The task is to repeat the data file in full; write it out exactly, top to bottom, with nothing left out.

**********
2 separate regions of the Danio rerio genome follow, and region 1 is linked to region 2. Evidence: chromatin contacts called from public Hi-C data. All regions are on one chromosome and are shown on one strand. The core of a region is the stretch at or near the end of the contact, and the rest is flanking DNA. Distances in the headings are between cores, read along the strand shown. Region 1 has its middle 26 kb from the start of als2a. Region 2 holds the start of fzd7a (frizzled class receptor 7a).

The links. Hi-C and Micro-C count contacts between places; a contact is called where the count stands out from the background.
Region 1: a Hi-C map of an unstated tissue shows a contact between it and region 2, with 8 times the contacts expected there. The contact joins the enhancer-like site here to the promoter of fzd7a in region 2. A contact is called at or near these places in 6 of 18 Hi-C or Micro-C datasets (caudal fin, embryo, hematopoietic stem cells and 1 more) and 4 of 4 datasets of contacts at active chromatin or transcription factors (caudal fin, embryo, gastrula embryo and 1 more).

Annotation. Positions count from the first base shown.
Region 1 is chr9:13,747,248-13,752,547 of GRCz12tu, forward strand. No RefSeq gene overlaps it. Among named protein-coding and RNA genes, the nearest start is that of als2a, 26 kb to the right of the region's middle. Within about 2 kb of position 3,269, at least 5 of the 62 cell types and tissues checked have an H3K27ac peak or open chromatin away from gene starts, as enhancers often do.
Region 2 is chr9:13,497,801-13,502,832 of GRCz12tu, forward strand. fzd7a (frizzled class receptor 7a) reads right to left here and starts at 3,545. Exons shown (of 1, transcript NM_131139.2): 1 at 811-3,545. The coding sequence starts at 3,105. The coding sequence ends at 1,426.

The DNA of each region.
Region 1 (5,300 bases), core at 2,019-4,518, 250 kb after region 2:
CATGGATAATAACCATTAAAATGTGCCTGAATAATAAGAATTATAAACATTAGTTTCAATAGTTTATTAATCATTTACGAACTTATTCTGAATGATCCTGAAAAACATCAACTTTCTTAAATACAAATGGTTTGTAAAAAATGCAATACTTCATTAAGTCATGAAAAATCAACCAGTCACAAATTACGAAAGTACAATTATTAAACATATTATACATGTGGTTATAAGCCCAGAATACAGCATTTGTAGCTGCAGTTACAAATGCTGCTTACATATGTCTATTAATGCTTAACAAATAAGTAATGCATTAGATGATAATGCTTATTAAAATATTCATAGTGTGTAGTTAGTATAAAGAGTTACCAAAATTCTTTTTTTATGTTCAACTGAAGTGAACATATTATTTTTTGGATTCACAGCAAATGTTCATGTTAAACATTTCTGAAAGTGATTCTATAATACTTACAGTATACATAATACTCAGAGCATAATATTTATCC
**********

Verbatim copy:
2 separate regions of the Danio rerio genome follow, and region 1 is linked to region 2. Evidence: chromatin contacts called from public Hi-C data. All regions are on one chromosome and are shown on one strand. The core of a region is the stretch at or near the end of the contact, and the rest is flanking DNA. Distances in the headings are between cores, read along the strand shown. Region 1 has its middle 26 kb from the start of als2a. Region 2 holds the start of fzd7a (frizzled class receptor 7a).

The links. Hi-C and Micro-C count contacts between places; a contact is called where the count stands out from the background.
Region 1: a Hi-C map of an unstated tissue shows a contact between it and region 2, with 8 times the contacts expected there. The contact joins the enhancer-like site here to the promoter of fzd7a in region 2. A contact is called at or near these places in 6 of 18 Hi-C or Micro-C datasets (caudal fin, embryo, hematopoietic stem cells and 1 more) and 4 of 4 datasets of contacts at active chromatin or transcription factors (caudal fin, embryo, gastrula embryo and 1 more).

Annotation. Positions count from the first base shown.
Region 1 is chr9:13,747,248-13,752,547 of GRCz12tu, forward strand. No RefSeq gene overlaps it. Among named protein-coding and RNA genes, the nearest start is that of als2a, 26 kb to the right of the region's middle. Within about 2 kb of position 3,269, at least 5 of the 62 cell types and tissues checked have an H3K27ac peak or open chromatin away from gene starts, as enhancers often do.
Region 2 is chr9:13,497,801-13,502,832 of GRCz12tu, forward strand. fzd7a (frizzled class receptor 7a) reads right to left here and starts at 3,545. Exons shown (of 1, transcript NM_131139.2): 1 at 811-3,545. The coding sequence starts at 3,105. The coding sequence ends at 1,426.

The DNA of each region.
Region 1 (5,300 bases), core at 2,019-4,518, 250 kb after region 2:
CATGGATAATAACCATTAAAATGTGCCTGAATAATAAGAATTATAAACATTAGTTTCAATAGTTTATTAATCATTTACGAACTTATTCTGAATGATCCTGAAAAACATCAACTTTCTTAAATACAAATGGTTTGTAAAAAATGCAATACTTCATTAAGTCATGAAAAATCAACCAGTCACAAATTACGAAAGTACAATTATTAAACATATTATACATGTGGTTATAAGCCCAGAATACAGCATTTGTAGCTGCAGTTACAAATGCTGCTTACATATGTCTATTAATGCTTAACAAATAAGTAATGCATTAGATGATAATGCTTATTAAAATATTCATAGTGTGTAGTTAGTATAAAGAGTTACCAAAATTCTTTTTTTATGTTCAACTGAAGTGAACATATTATTTTTTGGATTCACAGCAAATGTTCATGTTAAACATTTCTGAAAGTGATTCTATAATACTTACAGTATACATAATACTCAGAGCATAATATTTATCC